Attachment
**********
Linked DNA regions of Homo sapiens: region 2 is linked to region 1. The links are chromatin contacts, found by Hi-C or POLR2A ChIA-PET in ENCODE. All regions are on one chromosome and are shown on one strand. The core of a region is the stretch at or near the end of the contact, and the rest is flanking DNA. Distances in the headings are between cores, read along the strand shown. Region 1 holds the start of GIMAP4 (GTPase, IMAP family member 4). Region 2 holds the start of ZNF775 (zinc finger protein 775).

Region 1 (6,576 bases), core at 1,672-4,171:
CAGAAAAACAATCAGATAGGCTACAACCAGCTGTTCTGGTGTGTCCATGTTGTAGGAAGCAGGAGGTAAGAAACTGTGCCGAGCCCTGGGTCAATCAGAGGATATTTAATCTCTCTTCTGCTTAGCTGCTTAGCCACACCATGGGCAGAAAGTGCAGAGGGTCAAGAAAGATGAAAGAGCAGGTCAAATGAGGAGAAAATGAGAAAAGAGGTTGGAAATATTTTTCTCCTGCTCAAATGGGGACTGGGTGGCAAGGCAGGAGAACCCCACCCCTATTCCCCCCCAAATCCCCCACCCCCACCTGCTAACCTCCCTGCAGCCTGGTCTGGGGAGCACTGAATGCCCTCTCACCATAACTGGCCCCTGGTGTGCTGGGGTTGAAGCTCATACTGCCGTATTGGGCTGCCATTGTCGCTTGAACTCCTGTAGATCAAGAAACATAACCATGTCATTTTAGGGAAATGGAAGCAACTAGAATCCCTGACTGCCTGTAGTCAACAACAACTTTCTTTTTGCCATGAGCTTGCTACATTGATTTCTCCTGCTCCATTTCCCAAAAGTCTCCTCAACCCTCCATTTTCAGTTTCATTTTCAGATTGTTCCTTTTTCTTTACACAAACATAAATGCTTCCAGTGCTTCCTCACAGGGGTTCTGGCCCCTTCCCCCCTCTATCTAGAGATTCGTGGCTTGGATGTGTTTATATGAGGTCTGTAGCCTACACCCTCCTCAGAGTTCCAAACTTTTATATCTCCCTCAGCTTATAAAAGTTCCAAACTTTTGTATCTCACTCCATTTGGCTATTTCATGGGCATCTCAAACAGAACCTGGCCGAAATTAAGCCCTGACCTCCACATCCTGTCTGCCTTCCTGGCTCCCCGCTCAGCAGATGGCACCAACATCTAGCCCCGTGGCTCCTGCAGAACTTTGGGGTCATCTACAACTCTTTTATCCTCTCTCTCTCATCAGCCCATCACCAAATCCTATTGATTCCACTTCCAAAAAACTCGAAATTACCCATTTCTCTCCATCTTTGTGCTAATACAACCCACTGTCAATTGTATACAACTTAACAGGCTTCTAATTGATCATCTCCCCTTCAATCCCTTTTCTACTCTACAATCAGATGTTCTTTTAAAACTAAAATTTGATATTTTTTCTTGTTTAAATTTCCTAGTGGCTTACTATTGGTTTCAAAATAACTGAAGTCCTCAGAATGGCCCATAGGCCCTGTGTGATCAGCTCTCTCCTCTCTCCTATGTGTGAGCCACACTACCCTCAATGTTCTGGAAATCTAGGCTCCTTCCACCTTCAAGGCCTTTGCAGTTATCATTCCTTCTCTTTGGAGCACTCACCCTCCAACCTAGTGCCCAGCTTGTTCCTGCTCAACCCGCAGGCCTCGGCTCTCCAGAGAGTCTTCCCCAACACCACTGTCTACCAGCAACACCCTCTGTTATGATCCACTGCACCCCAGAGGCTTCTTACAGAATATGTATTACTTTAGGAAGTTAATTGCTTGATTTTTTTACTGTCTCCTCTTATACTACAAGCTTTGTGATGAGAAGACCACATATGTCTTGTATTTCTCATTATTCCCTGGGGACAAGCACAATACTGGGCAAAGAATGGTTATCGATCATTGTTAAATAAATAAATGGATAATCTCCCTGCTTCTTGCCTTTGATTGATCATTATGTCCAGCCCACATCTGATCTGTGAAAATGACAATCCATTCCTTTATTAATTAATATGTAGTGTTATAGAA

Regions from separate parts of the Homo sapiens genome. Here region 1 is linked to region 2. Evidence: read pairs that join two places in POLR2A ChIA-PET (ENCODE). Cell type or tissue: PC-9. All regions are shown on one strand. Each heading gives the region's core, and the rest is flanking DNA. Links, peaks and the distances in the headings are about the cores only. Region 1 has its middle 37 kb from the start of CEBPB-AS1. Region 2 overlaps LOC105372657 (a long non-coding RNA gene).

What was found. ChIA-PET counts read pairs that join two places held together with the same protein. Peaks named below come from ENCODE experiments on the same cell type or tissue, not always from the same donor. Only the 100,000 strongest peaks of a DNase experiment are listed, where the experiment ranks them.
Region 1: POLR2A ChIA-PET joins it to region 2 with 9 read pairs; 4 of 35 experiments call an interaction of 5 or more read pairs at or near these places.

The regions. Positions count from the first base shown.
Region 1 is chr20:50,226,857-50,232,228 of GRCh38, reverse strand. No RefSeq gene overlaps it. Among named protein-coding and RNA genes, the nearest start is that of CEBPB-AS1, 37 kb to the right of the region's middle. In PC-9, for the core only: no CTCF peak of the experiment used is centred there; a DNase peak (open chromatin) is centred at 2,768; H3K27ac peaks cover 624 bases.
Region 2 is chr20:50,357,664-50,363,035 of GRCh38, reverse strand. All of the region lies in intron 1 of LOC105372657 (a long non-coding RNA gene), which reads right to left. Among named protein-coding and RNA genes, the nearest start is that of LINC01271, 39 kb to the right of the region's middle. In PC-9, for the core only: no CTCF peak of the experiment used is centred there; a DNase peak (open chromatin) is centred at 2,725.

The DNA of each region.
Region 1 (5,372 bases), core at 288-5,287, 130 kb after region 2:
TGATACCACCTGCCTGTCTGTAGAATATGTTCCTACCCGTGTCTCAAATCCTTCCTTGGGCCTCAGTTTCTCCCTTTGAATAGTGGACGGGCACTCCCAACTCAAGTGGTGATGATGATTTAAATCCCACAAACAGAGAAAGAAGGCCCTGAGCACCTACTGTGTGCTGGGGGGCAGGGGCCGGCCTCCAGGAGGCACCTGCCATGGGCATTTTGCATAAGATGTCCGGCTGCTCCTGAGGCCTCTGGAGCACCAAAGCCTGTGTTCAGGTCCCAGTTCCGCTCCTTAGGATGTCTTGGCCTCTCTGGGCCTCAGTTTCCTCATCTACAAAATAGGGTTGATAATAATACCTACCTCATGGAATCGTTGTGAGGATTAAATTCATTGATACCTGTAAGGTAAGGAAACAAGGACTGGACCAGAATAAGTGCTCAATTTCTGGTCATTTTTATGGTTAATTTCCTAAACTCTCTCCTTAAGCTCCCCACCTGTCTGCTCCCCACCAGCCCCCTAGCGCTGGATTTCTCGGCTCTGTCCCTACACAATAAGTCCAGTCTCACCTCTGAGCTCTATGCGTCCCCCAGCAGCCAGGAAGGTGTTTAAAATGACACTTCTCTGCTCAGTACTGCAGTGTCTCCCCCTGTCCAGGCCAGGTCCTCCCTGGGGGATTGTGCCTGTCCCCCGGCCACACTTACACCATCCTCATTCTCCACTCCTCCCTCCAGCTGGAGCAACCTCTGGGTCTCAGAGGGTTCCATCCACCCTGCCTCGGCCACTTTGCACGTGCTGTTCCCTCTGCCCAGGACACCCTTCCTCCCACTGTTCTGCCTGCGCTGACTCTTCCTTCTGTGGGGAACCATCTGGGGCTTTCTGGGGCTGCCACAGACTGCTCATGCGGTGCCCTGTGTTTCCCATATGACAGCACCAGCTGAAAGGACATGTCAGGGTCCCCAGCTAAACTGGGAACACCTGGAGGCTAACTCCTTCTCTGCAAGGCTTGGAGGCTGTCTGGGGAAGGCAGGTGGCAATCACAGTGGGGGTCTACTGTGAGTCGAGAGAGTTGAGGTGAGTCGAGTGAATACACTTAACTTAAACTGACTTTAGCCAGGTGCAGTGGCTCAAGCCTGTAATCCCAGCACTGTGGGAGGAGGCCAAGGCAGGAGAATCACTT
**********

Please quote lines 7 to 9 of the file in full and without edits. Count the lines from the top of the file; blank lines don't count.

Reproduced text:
The regions. Positions count from the first base shown.
Region 1 is chr20:50,226,857-50,232,228 of GRCh38, reverse strand. No RefSeq gene overlaps it. Among named protein-coding and RNA genes, the nearest start is that of CEBPB-AS1, 37 kb to the right of the region's middle. In PC-9, for the core only: no CTCF peak of the experiment used is centred there; a DNase peak (open chromatin) is centred at 2,768; H3K27ac peaks cover 624 bases.
Region 2 is chr20:50,357,664-50,363,035 of GRCh38, reverse strand. All of the region lies in intron 1 of LOC105372657 (a long non-coding RNA gene), which reads right to left. Among named protein-coding and RNA genes, the nearest start is that of LINC01271, 39 kb to the right of the region's middle. In PC-9, for the core only: no CTCF peak of the experiment used is centred there; a DNase peak (open chromatin) is centred at 2,725.